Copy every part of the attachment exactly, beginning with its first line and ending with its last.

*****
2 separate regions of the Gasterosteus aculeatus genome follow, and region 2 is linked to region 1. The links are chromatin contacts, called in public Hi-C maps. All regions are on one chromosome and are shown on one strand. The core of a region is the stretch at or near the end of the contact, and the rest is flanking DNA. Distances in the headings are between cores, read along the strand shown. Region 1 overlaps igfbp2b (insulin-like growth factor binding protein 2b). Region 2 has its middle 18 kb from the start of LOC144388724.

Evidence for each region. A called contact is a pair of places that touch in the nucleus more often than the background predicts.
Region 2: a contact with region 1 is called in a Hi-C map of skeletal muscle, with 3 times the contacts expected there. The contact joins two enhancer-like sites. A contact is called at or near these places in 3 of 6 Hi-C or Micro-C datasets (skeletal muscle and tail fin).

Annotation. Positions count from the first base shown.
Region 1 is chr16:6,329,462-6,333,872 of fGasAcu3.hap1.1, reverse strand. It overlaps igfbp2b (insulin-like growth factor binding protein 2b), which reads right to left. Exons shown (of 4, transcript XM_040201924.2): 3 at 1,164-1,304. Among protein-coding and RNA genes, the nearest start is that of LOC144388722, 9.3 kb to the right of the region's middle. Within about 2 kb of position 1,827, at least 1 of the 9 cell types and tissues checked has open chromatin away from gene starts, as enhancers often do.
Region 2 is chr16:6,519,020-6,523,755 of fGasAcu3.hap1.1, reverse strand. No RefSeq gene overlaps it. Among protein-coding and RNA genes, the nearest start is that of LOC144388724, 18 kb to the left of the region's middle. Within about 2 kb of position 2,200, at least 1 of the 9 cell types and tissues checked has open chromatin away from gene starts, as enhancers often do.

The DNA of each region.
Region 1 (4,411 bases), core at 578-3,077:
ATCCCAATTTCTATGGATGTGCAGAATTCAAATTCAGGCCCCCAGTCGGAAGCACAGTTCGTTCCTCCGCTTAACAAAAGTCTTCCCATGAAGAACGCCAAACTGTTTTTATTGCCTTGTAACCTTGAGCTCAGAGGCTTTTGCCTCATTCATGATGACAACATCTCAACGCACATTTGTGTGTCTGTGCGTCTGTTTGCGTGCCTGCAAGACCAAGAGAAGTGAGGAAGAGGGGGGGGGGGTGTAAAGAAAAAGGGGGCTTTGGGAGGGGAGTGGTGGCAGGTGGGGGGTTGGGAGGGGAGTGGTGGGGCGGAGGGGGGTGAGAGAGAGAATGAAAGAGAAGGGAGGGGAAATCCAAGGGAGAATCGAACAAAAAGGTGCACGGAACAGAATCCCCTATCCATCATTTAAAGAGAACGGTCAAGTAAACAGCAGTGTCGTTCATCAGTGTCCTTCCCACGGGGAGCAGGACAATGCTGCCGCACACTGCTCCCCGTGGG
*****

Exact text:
2 separate regions of the Gasterosteus aculeatus genome follow, and region 2 is linked to region 1. The links are chromatin contacts, called in public Hi-C maps. All regions are on one chromosome and are shown on one strand. The core of a region is the stretch at or near the end of the contact, and the rest is flanking DNA. Distances in the headings are between cores, read along the strand shown. Region 1 overlaps igfbp2b (insulin-like growth factor binding protein 2b). Region 2 has its middle 18 kb from the start of LOC144388724.

Evidence for each region. A called contact is a pair of places that touch in the nucleus more often than the background predicts.
Region 2: a contact with region 1 is called in a Hi-C map of skeletal muscle, with 3 times the contacts expected there. The contact joins two enhancer-like sites. A contact is called at or near these places in 3 of 6 Hi-C or Micro-C datasets (skeletal muscle and tail fin).

Annotation. Positions count from the first base shown.
Region 1 is chr16:6,329,462-6,333,872 of fGasAcu3.hap1.1, reverse strand. It overlaps igfbp2b (insulin-like growth factor binding protein 2b), which reads right to left. Exons shown (of 4, transcript XM_040201924.2): 3 at 1,164-1,304. Among protein-coding and RNA genes, the nearest start is that of LOC144388722, 9.3 kb to the right of the region's middle. Within about 2 kb of position 1,827, at least 1 of the 9 cell types and tissues checked has open chromatin away from gene starts, as enhancers often do.
Region 2 is chr16:6,519,020-6,523,755 of fGasAcu3.hap1.1, reverse strand. No RefSeq gene overlaps it. Among protein-coding and RNA genes, the nearest start is that of LOC144388724, 18 kb to the left of the region's middle. Within about 2 kb of position 2,200, at least 1 of the 9 cell types and tissues checked has open chromatin away from gene starts, as enhancers often do.

The DNA of each region.
Region 1 (4,411 bases), core at 578-3,077:
ATCCCAATTTCTATGGATGTGCAGAATTCAAATTCAGGCCCCCAGTCGGAAGCACAGTTCGTTCCTCCGCTTAACAAAAGTCTTCCCATGAAGAACGCCAAACTGTTTTTATTGCCTTGTAACCTTGAGCTCAGAGGCTTTTGCCTCATTCATGATGACAACATCTCAACGCACATTTGTGTGTCTGTGCGTCTGTTTGCGTGCCTGCAAGACCAAGAGAAGTGAGGAAGAGGGGGGGGGGGTGTAAAGAAAAAGGGGGCTTTGGGAGGGGAGTGGTGGCAGGTGGGGGGTTGGGAGGGGAGTGGTGGGGCGGAGGGGGGTGAGAGAGAGAATGAAAGAGAAGGGAGGGGAAATCCAAGGGAGAATCGAACAAAAAGGTGCACGGAACAGAATCCCCTATCCATCATTTAAAGAGAACGGTCAAGTAAACAGCAGTGTCGTTCATCAGTGTCCTTCCCACGGGGAGCAGGACAATGCTGCCGCACACTGCTCCCCGTGGG